The CIO's Guide to Successful GRC Implementation

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Tuesday, June 2, 2020

What do CIOs need to know in order to effectively implement a GRC program? Read on to find out.

Article 7 Minutes
CIO high-fives colleague after implementing their governance, risk and compliance framework

When it comes to ensuring a business is operating as effectively as possible, meeting its objectives and doing so in an ethical, secure manner, the chief information officer (CIO) should be at the heart of any strategy discussions.

IT is essential to everything a business does, so there should be no part of a firm's operations outside the influence of these executives. As a result, it's vital for CIOs to have a strong understanding of business objectives and how they can help achieve them.

One area where it’ll be especially important for them to participate is in formulating a GRC strategy. In today's environment, no company can afford to be without such a plan. While the concept isn't new, it's gained significantly in importance in recent years, against the backdrop of tougher regulations and the fallout of the last financial crisis, which was characterized by poor oversight of critical operations.

Therefore, CIOs must familiarize themselves with these strategies. So what do they need to know to ensure they can help develop an effective GRC plan?

What is GRC?

GRC stands for governance, risk and compliance, though you may sometimes see the C referred to as 'control'. However, this is mainly a matter of semantics as, for practical purposes, the two terms are closely linked and can be seen as interchangeable. These three distinct but related practices are integral in ensuring every business acts responsibly, meets its objectives and protects itself from both internal and external threats.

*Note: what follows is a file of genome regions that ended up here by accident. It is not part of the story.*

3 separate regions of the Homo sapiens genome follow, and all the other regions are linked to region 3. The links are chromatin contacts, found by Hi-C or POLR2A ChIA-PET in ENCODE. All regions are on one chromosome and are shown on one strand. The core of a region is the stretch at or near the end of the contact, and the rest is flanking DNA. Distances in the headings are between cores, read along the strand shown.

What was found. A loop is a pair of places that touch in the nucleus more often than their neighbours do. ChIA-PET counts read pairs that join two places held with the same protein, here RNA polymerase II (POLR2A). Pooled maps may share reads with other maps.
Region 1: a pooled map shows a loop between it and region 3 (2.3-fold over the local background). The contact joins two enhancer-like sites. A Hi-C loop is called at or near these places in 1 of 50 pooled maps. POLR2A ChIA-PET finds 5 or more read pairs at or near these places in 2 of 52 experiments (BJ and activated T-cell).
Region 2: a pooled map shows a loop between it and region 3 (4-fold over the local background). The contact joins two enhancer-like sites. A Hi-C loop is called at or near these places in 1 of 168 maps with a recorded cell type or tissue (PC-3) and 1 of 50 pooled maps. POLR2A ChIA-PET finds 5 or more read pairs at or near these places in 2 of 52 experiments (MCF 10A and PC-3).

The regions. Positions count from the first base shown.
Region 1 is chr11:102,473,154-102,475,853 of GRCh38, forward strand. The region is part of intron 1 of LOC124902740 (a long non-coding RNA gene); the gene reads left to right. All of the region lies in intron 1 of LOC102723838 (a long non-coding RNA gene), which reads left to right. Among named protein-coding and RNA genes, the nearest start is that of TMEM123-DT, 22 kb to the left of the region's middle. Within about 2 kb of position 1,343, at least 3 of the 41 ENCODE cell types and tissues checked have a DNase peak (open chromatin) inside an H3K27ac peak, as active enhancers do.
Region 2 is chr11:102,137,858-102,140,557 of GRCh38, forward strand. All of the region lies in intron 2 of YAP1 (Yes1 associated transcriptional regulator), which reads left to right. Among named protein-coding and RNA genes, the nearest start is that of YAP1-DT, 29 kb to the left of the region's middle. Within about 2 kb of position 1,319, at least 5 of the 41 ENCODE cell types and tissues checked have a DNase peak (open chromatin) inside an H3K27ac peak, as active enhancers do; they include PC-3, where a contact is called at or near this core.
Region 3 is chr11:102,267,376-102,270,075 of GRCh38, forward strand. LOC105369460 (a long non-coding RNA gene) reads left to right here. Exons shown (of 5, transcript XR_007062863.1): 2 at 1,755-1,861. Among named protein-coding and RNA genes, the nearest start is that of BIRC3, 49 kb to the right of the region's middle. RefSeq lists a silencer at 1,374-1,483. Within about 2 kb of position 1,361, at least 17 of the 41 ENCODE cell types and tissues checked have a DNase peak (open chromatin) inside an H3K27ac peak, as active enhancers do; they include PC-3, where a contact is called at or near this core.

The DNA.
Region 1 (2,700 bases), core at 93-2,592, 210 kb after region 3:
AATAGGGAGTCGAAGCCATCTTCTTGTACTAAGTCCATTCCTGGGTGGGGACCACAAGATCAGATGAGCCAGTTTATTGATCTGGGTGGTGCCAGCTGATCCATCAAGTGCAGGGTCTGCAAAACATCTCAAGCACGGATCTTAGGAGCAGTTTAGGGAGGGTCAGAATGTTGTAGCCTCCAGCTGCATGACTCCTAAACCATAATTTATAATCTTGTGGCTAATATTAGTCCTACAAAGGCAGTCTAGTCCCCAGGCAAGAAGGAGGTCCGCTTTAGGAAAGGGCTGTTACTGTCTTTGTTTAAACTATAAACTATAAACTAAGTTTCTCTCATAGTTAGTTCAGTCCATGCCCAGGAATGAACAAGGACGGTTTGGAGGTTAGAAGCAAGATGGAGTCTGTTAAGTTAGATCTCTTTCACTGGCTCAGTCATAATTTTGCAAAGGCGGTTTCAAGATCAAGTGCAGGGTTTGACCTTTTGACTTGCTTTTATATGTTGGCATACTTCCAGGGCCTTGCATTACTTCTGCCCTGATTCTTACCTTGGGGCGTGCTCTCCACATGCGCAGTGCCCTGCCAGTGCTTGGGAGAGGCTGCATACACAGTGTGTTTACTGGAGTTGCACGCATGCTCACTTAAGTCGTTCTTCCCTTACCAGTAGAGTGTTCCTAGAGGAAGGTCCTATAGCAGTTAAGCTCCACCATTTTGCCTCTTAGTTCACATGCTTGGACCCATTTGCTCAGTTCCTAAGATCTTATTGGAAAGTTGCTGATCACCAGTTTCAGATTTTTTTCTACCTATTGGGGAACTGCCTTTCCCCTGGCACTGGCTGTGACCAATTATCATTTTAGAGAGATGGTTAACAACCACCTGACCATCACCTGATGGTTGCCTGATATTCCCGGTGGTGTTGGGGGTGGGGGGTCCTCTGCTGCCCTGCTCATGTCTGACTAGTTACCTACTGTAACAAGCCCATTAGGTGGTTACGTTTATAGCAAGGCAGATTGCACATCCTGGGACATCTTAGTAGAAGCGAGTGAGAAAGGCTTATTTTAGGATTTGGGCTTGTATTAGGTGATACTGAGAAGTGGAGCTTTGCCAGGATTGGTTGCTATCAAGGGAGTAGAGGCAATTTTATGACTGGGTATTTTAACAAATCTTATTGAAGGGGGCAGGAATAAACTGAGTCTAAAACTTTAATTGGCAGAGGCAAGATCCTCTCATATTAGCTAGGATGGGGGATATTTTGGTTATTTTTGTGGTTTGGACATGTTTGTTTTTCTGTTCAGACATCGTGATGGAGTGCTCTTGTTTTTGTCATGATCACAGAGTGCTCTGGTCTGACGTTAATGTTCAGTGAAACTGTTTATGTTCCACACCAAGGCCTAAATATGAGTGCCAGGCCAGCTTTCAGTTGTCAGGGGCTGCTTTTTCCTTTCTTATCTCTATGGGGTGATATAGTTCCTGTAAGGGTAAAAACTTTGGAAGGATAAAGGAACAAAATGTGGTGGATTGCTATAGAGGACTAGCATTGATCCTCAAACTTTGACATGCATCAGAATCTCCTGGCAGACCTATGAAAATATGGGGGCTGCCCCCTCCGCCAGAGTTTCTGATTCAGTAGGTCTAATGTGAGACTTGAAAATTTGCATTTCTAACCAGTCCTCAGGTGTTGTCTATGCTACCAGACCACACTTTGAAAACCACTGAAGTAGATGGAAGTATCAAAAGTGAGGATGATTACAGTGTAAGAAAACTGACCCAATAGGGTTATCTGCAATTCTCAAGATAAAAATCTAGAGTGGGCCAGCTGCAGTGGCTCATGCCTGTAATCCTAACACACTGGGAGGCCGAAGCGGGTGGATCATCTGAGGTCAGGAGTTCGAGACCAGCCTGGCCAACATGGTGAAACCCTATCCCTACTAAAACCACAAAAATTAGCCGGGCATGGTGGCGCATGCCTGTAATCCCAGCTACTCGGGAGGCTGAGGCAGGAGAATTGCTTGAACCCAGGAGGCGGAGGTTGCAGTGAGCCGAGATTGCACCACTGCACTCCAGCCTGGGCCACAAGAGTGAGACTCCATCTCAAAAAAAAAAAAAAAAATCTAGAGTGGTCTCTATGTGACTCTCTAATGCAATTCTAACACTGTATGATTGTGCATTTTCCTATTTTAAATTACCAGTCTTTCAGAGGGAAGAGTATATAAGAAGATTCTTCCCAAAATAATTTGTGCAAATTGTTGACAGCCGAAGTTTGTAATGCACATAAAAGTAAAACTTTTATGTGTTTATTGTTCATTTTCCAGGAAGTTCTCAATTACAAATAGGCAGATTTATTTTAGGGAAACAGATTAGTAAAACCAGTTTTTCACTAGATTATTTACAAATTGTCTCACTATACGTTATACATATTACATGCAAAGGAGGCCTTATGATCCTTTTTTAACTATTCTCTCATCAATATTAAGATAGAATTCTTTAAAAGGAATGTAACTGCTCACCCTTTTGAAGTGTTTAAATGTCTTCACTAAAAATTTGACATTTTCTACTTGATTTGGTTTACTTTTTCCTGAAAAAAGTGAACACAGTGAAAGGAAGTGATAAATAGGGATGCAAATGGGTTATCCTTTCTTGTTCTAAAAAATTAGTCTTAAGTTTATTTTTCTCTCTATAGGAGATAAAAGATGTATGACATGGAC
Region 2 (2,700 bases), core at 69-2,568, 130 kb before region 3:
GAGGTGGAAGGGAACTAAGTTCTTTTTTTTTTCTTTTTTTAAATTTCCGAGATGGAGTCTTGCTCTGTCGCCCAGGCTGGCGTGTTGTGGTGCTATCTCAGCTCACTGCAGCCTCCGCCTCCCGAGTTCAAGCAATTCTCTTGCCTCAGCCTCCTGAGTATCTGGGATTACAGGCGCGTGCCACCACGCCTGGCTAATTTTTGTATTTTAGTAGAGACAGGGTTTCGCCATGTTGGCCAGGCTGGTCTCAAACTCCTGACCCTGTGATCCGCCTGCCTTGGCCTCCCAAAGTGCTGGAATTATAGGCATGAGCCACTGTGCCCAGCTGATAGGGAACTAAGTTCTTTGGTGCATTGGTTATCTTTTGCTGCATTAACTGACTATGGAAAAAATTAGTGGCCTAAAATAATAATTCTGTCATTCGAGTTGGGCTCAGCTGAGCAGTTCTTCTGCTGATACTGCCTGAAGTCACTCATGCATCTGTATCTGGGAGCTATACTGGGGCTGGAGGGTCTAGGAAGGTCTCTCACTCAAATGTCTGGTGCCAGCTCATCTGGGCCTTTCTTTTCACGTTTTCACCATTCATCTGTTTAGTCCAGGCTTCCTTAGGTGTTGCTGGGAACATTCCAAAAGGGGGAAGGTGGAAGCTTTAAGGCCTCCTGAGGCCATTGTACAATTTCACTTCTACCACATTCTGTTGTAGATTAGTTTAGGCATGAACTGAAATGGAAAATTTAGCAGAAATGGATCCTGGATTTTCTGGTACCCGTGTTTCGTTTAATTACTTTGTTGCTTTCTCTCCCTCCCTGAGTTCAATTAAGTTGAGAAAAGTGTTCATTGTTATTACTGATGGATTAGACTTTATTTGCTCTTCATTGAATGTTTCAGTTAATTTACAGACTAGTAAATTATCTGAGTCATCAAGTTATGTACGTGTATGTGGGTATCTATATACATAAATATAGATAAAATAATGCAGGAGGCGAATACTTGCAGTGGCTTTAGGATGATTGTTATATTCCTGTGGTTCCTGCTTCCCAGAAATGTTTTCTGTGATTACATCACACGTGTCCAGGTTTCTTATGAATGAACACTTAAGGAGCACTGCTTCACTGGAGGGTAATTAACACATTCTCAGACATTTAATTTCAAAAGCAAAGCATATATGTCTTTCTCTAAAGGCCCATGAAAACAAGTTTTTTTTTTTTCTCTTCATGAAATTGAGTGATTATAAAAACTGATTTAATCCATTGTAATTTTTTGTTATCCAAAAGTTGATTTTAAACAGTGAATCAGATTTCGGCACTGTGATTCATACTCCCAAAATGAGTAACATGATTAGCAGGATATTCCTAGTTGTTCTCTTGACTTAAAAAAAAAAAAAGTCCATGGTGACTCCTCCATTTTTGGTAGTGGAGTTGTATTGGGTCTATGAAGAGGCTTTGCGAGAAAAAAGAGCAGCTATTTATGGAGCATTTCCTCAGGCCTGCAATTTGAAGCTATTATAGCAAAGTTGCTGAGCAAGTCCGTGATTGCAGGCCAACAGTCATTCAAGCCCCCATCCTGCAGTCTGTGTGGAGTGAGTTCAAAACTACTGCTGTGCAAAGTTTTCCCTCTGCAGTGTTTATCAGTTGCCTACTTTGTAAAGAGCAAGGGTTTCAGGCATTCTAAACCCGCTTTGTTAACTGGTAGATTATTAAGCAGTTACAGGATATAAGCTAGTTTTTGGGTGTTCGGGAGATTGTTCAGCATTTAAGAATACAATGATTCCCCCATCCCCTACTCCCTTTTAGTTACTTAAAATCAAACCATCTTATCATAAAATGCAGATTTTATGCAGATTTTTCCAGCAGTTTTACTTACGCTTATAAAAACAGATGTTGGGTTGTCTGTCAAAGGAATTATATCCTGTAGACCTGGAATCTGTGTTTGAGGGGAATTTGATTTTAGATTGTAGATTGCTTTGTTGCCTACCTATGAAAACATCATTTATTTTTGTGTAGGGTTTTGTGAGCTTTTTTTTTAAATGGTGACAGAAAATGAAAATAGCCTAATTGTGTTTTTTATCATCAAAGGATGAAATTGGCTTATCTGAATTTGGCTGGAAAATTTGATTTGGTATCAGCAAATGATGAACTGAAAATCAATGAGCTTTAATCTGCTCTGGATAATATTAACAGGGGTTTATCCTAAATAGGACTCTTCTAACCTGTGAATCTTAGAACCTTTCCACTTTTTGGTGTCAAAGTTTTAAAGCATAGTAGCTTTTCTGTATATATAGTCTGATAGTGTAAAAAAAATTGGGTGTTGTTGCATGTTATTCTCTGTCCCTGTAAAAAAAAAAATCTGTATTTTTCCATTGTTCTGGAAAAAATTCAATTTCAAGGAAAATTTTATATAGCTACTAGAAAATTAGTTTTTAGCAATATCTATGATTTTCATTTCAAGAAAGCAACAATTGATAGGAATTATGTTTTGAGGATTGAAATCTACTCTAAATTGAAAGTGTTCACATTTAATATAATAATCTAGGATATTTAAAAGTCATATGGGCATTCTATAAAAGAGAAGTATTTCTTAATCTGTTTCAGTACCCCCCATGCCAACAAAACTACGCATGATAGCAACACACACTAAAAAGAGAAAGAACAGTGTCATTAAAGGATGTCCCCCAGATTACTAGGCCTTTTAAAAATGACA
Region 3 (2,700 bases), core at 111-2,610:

Let's take a brief look at the three facets of GRC individually:

Governance

This refers to the rules, controls, policies, and processes that dictate businesses activities, and ensures that everything a firm does is aligned with its overall objectives. From an IT perspective, it often involves ensuring operations are able to effectively support business units.

Risk

This covers the identification and mitigation of any threats to the business' operations. It’s a wide-ranging area that covers everything from supply chain disruption to natural disasters, but for the IT department, key priorities will include steps to reduce the risk of downtime and data breaches. However, as IT now permeates every aspect of a business, they should have a say on any potential business disruption.

Compliance

All efforts to ensure that business activities meet the relevant laws and regulations fall under compliance. This includes issues such as data protection and privacy legislation as well as industry-specific requirements such as SOX and HIPAA and any internal controls enterprises apply to their own operations. IT teams have an essential role here in securing data and ensuring it can only be accessed by authorized personnel.